Plaintiffs "request nominal, actual, special and punitive damages" against Defendant Mulvey. See Dkt. No. 5 at ¶ 322. Further, Plaintiffs request injunctive, declaratory and prospective injunctive relief against Defendant Mulvey for assigning Defendant Becker to cases where Plaintiffs are parties and where Plaintiff Tatiana Neroni is an attorney. See id. Citing no authority, Plaintiffs argue that these actions are administrative and therefore outside the scope of judicial immunity. See Dkt. No. 15-3 at 14.

Courts have held that the assignment of cases are judicial functions and are therefore protected acts under judicial immunity. See Martinez v. Winner, 771 F.2d 424, 434 (10th Cir. 1985) ("Although it is an `administrative' act, in the sense that it does not concern the decision who shall win a case, the assignment of cases is still a judicial function in the sense that it directly concerns the case-deciding process. . . ."), vacated on other grounds sub nom. Tyus v. Martinez, 475 U.S. 1138, 106 S.Ct. 1787 (1986); Parent v. New York, 786 F.Supp.2d 516, 532 (N.D.N.Y. 2011) ("The assignment of cases and issuance of consolidated orders are judicial functions. . ."); see also Zahl v. Kosovsky, No. 08 Civ. 8308, 2011 WL 779784, *9 (S.D.N.Y. Mar. 3, 2011) (holding that the alleged manipulation of the case assignment system is protected by judicial immunity)."

In other words, Mulvey argued to a federal court - and won a dismissal of a lawsuit against him based on that argument - that Judge Mulvey acted in Mokay v Mokay, in a judicial function, at the trial court level.

Bracci v Becker was dismissed on January 9, 2013.

After the dismissal, in April of 2013, information leaked to the press that Judge Mulvey demoted a judge for refusing to decide cases the way Judge Mulvey (an administrative assigning judge) wanted them to be decided, I wrote about that situation in my blog here.

After the dismissal, in April of 2016, I received from New York State Court Administration a document indicating that the judge who decided Bracci v Becker may have been, together with Mulvey, members of a secret organization comprised of federal presiding judges and state judges, defendants appearing in front of such federal judges.  

Judge Mae D'Agostino who decided (and, likely, fixed for Mulvey and Becker) the decision in Bracci v Becker, is currently stalling disclosure of lists of members of that organization that I requested through a Freedom of Information Act request more than a month ago.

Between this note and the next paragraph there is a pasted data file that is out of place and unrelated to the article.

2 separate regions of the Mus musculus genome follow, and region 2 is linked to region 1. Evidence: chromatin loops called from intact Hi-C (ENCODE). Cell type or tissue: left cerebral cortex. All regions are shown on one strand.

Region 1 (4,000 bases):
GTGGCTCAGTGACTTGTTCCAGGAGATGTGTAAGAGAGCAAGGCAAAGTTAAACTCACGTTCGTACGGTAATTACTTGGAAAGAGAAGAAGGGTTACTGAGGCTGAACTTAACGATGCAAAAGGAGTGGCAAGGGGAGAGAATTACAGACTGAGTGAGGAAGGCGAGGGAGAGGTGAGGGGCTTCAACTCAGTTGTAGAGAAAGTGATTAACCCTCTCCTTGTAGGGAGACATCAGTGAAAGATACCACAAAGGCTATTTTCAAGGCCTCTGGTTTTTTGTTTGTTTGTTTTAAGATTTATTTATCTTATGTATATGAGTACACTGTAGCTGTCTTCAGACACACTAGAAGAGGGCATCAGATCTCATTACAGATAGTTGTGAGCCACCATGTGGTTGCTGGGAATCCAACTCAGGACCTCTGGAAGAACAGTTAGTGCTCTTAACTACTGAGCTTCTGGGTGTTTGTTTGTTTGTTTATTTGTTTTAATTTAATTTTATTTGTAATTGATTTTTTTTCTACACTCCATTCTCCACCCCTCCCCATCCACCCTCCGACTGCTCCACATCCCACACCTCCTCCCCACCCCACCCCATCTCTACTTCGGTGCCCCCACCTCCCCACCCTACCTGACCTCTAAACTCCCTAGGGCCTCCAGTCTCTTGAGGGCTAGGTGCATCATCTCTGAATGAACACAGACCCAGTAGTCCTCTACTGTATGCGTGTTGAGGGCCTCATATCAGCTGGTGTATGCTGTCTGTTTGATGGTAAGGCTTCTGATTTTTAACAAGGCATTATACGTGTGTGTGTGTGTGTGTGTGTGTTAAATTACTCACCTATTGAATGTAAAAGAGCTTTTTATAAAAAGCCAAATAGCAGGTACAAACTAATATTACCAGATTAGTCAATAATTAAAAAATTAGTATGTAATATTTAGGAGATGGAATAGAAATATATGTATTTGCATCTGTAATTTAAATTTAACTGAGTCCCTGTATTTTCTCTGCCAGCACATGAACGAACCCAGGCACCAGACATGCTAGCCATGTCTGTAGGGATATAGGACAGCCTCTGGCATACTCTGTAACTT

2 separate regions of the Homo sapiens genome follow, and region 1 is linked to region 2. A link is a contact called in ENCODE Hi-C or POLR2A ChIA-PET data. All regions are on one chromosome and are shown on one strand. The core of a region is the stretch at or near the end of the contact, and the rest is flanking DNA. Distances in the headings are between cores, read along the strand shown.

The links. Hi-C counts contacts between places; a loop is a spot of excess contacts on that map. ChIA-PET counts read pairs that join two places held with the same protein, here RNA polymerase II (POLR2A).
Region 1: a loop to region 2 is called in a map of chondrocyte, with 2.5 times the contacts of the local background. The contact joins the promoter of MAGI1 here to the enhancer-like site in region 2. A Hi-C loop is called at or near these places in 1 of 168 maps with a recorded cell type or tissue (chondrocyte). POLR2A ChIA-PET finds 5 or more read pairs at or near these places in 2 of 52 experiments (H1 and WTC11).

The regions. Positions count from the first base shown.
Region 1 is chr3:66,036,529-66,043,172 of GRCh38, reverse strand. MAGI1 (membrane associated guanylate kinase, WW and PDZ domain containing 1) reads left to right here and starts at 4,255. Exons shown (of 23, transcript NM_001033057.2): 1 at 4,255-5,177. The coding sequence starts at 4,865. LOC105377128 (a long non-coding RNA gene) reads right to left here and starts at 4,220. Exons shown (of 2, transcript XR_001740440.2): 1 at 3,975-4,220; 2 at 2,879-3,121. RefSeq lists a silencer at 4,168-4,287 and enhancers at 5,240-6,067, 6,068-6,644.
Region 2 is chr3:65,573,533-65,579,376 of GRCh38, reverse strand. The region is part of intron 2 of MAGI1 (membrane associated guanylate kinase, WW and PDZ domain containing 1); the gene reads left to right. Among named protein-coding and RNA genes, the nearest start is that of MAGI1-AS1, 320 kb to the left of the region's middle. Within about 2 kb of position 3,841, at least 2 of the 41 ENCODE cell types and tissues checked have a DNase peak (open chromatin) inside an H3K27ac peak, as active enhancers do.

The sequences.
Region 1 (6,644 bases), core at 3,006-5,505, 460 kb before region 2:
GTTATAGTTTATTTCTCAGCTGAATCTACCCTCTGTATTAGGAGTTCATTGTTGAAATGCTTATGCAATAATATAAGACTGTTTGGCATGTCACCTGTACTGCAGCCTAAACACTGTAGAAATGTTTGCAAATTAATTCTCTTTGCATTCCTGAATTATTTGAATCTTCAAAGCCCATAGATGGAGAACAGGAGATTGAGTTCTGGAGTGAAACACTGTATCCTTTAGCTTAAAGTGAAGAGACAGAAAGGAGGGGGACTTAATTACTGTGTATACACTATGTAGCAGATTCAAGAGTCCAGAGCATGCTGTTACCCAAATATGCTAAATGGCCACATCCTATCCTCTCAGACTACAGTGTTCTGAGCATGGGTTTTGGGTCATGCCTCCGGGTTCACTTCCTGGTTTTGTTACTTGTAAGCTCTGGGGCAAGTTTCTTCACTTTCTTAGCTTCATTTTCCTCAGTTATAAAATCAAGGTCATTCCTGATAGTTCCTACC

Yet, whether Bracci v Becker was fixed or not fixed, in that case Judge Mae D'Agostino established as a matter of law, on request of Judge Mulvey, that Judge Mulvey acted in a judicial function in cases he was assigning to Judge Becker, at the trial level, and one of those cases was Mokay v Mokay.

For example, a federal statute, 28 U.S.C. § 47, forbids judges from deciding cases on appeal where judges were deciding the same cases in the courts below:

And, since Judge Mulvey already won a dismissal of a federal lawsuit against himself by claiming that assigning cases in the court below was a judicial function, and especially with the evidence that Judge Mulvey actually expects from assigned judges to decide cases a certain way, as the demotion of the "stubborn" Judge Biaggio DiStefano demonstrates, Judge Mulvey cannot now turn around and claim that assigning cases in the court below was simply an administrative function for purposes of disqualification from the appeal in the same case.

It is a basic due process issue not to have the same judge who decided the case in the court below to also decide the case on appeal.

Yet, that's exactly what Mulvey did.

Here is what I received in the mail directed to me - even though my law license was suspended, and Mr. Neroni prosecuted his appeal pro se:

Mulvey, as part of the panel of 4 appellate judges, conditionally dismissed the pro se appeal perfected by my husband on March 13, 2016, unless my husband "makes corrections to the record" (the specific corrections are not specified in the order).

In making this order, Mulvey, and the rest of the judges, apparently disregarded the fact that Mulvey exercised a judicial function in the case below, and thus was permanently, as a matter of due process of law, disqualified from hearing appeals in that same case.

In making that order, the entire panel wasted taxpayer money to allow Judge Mulvey to promote personal interests of Richard Harlem, who is, quite "coincidentally",

(1) the son of Mulvey's former predecessor in his prior position of the Chief Administrative Judge of 6th Judicial District of New York, Judge Robert Harlem (now deceased); and

(2) a landlord of many years of Judge Mulvey's former high-ranking client NYS Senator James Seward, see biography of Mulvey showing that he was a "Legislative Counsel" of Senator James Seward

For some reason, "Justice" Mulvey does not mention in his official biography that, while he was a "Legislative Counsel" to Senator Seward, he was also a private attorney - how is that combined in New York, where a public employee is also a private attorney, nobody knows, but "Justice" Mulvey sees that there is a problem in that employment and did not advertise that over the same period of time as he was the "Legislative Counsel" to NYS Senator James Seward, he was also a partner in a private law firm Albanese and Mulvey.